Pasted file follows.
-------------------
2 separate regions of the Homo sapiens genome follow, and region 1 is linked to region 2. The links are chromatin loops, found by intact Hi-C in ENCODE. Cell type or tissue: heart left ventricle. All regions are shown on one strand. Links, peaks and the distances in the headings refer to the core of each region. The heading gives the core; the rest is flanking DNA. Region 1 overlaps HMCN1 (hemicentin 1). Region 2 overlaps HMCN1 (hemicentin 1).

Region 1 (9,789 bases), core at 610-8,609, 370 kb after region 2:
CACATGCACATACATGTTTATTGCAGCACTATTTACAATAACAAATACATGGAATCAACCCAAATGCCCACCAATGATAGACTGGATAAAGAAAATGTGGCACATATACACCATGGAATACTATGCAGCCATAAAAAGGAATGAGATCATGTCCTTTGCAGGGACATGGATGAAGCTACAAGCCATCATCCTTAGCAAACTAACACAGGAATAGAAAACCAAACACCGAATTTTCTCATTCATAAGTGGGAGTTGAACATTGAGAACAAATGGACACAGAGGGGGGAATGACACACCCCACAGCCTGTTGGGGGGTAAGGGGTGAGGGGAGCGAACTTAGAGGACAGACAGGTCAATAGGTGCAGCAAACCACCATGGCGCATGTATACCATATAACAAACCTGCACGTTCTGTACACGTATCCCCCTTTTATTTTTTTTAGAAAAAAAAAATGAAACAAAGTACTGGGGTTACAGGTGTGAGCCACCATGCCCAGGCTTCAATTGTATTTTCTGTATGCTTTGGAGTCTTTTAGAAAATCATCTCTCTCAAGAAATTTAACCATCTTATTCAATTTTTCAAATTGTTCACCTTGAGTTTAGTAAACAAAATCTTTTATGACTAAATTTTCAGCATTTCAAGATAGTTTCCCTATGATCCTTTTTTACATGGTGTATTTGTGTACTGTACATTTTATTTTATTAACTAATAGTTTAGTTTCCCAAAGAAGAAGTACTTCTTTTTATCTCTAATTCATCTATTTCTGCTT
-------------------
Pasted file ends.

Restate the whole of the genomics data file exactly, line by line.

2 separate regions of the Homo sapiens genome follow, and region 1 is linked to region 2. The links are chromatin loops, found by intact Hi-C in ENCODE. Cell type or tissue: heart left ventricle. All regions are shown on one strand. Links, peaks and the distances in the headings refer to the core of each region. The heading gives the core; the rest is flanking DNA. Region 1 overlaps HMCN1 (hemicentin 1). Region 2 overlaps HMCN1 (hemicentin 1).

Region 1 (9,789 bases), core at 610-8,609, 370 kb after region 2:
CACATGCACATACATGTTTATTGCAGCACTATTTACAATAACAAATACATGGAATCAACCCAAATGCCCACCAATGATAGACTGGATAAAGAAAATGTGGCACATATACACCATGGAATACTATGCAGCCATAAAAAGGAATGAGATCATGTCCTTTGCAGGGACATGGATGAAGCTACAAGCCATCATCCTTAGCAAACTAACACAGGAATAGAAAACCAAACACCGAATTTTCTCATTCATAAGTGGGAGTTGAACATTGAGAACAAATGGACACAGAGGGGGGAATGACACACCCCACAGCCTGTTGGGGGGTAAGGGGTGAGGGGAGCGAACTTAGAGGACAGACAGGTCAATAGGTGCAGCAAACCACCATGGCGCATGTATACCATATAACAAACCTGCACGTTCTGTACACGTATCCCCCTTTTATTTTTTTTAGAAAAAAAAAATGAAACAAAGTACTGGGGTTACAGGTGTGAGCCACCATGCCCAGGCTTCAATTGTATTTTCTGTATGCTTTGGAGTCTTTTAGAAAATCATCTCTCTCAAGAAATTTAACCATCTTATTCAATTTTTCAAATTGTTCACCTTGAGTTTAGTAAACAAAATCTTTTATGACTAAATTTTCAGCATTTCAAGATAGTTTCCCTATGATCCTTTTTTACATGGTGTATTTGTGTACTGTACATTTTATTTTATTAACTAATAGTTTAGTTTCCCAAAGAAGAAGTACTTCTTTTTATCTCTAATTCATCTATTTCTGCTT